A major block that I highlighted in my talk was that of Muslim countries, which is actually the second largest in terms of economy, after China and before India. The Muslim population is rapidly increasing, even in North America and Europe. Today, the Muslim population is about one billion, roughly the same size as India and China. According to Washington Post, by 2050, one third of the world population will be Muslim!
The GDP of the five Muslim countries in ‘western’ Asia (Pakistan, Iran, Turkey, Saudi Arabia, Egypt) is $3.4 trillion which is the same as India whose population is three times larger.
If we add two other Muslim countries of ‘Eastern’ Asia, Indonesia with a $1 trillion economy, and Malaysia with a $412 billion economy, this Muslim block totals an economy of $5 trillion, which is 50 percent more than that of India. Certain Muslim countries, like UAE and Qatar, are rapidly investing in universities and institutions of higher learning to build a knowledge-based economy.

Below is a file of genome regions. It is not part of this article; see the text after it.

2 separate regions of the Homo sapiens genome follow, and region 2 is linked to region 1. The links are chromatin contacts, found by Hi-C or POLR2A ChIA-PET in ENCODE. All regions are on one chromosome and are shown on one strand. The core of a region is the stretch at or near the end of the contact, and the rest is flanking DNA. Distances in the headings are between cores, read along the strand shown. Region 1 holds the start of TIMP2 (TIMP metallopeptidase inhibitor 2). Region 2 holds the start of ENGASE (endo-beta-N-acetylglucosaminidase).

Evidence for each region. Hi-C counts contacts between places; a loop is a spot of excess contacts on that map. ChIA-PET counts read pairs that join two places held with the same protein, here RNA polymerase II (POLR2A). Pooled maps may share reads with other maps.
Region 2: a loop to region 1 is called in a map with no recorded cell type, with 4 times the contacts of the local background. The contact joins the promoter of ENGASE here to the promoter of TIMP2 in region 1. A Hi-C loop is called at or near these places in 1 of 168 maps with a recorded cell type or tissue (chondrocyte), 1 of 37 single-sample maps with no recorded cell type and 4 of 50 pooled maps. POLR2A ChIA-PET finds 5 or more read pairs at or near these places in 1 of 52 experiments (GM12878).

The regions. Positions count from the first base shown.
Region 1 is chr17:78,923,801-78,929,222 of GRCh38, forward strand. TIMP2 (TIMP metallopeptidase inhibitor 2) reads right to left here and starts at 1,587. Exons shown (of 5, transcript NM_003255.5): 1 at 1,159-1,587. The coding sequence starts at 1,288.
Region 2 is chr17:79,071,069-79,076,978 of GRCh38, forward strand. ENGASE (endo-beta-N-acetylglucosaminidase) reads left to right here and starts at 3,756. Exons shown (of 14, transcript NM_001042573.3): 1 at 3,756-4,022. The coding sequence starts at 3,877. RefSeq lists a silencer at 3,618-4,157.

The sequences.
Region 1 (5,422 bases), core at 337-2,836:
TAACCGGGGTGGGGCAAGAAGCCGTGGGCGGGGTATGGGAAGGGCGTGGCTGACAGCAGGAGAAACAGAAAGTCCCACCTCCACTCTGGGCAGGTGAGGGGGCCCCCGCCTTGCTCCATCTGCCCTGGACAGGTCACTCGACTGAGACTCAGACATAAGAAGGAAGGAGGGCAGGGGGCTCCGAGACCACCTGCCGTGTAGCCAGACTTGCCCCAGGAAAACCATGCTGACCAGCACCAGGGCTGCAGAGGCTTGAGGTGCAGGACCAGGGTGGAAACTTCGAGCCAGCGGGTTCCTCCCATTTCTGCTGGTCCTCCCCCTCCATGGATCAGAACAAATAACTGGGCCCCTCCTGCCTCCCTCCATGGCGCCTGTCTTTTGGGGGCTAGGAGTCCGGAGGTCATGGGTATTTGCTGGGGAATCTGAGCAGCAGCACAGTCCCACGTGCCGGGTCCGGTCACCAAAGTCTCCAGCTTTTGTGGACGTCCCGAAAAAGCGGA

The finale of the talk was on breakthroughs in higher education in Pakistan. During my tenure at the HEC (2009-13), by focusing on applied research, innovation and creativity, the biggest achievement was that for the first time ever, 10 Pakistani universities made it to the ranks of the Top 250 Asian Universities as per QS World University Rankings.
When I took charge in 2009, no Pakistani university was ranked globally. Despite a cut in funding to half as much as what my predecessor received, I made it my number one priority to ensure that by the time my four-year term ended, at least five universities should have made it to the top 250.
From zero ranked university in 2010, four were ranked in 2011, 6 in 2012, 7 in 2013, and by the time the 2014 results were announced at the end of my term, we had 10 in 2014. This exceeded the target set in 2009 by over 100 percent – despite the cuts in funding and the crisis the HEC was struggling through for its survival.
Pakistan can certainly create a knowledge economy by supporting education, research, creativity, innovation and entrepreneurship. All it needs is political will and a beautiful mind.
The writer is a former chairman of the Higher Education Commission.